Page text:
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J Pers Soc Psychol. 1997 Feb;72(2):408-19.

Children's normative beliefs about aggression and aggressive behavior.

Author information

  • 1Research Center for Group Dynamics, University of Michigan, Ann Arbor 48106-1248, USA. huesmann@umich.edu

Abstract

Normative beliefs have been defined as self-regulating beliefs about the appropriateness of social behaviors. In 2 studies the authors revised their scale for assessing normative beliefs about aggression, found that it is reliable and valid for use with elementary school children, and investigated the longitudinal relation between normative beliefs about aggression and aggressive behavior in a large sample of elementary school children living in poor urban neighborhoods. Using data obtained in 2 waves of observations 1 year apart, the authors found that children tended to approve more of aggression as they grew older and that this increase appeared to be correlated with increases in aggressive behavior. More important, although individual differences in aggressive behavior predicted subsequent differences in normative beliefs in younger children, individual differences in aggressive behavior were predicted by preceding differences in normative beliefs in older children.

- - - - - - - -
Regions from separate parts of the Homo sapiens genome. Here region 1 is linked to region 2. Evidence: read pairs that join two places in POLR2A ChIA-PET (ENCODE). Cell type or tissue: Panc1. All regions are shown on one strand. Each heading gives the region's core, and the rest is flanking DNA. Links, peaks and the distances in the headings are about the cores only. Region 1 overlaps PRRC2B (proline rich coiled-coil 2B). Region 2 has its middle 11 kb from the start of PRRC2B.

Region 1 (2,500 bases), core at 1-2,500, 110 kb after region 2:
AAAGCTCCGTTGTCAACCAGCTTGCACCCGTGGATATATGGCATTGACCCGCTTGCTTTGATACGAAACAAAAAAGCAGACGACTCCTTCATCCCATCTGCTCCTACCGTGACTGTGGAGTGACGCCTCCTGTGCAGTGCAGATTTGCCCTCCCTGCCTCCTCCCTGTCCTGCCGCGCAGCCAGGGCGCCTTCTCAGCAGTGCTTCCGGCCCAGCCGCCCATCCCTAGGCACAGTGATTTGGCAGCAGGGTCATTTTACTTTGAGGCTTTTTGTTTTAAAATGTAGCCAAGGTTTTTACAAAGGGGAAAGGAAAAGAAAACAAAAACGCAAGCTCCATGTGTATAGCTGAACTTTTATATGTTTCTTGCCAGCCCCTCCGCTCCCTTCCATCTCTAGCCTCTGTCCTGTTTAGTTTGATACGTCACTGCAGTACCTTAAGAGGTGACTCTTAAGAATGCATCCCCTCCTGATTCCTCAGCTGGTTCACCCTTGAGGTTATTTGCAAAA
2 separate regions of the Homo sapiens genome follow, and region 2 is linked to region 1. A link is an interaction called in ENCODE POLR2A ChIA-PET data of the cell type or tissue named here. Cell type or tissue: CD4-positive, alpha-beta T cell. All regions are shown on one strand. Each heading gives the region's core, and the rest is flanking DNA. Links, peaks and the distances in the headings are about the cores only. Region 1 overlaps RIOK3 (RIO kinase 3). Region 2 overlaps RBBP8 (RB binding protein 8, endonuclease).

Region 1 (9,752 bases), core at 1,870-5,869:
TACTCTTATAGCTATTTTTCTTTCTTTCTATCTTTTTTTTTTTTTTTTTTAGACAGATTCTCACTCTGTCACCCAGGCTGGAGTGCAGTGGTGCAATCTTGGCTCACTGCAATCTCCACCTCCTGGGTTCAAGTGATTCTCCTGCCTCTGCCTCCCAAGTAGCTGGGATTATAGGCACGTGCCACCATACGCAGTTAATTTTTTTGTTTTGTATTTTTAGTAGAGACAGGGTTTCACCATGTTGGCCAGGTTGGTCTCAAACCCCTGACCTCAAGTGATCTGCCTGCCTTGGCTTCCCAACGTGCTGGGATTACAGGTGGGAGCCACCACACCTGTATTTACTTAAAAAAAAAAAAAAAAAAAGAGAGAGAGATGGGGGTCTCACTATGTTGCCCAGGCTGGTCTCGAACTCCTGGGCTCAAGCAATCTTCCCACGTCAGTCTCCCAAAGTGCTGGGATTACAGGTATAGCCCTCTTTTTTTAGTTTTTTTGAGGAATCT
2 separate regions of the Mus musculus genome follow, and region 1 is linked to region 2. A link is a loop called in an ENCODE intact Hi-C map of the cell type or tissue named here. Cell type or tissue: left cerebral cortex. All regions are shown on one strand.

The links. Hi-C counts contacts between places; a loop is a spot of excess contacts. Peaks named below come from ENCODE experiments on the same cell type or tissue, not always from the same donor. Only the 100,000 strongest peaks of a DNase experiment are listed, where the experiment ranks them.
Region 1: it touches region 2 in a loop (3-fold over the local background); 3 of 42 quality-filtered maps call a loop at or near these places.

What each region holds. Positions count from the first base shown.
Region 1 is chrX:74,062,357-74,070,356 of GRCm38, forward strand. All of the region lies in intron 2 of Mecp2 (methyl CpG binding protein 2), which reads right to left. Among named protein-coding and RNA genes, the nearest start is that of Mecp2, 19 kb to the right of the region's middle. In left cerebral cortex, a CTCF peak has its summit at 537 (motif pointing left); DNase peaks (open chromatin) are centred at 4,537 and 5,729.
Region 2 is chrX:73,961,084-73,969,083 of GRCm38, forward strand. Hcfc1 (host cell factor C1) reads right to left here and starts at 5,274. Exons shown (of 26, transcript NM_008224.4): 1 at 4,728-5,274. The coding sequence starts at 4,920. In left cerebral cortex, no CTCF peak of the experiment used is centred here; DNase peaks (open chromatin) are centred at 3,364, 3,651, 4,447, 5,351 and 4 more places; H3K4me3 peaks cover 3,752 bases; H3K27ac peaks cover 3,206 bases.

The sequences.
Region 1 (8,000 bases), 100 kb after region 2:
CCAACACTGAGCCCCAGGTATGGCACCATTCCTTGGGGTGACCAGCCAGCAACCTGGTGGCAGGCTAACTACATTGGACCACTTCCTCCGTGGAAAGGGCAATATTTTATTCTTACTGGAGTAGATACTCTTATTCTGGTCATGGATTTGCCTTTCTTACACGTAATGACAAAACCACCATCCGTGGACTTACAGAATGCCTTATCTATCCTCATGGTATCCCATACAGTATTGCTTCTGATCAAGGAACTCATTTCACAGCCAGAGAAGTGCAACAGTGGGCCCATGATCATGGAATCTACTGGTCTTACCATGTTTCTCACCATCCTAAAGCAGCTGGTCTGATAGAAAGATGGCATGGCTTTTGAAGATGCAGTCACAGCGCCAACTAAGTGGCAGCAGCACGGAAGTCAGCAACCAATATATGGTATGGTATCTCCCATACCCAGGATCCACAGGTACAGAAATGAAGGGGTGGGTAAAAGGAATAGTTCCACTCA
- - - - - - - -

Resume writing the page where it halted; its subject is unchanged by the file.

PMID:
9107008
[PubMed - indexed for MEDLINE]
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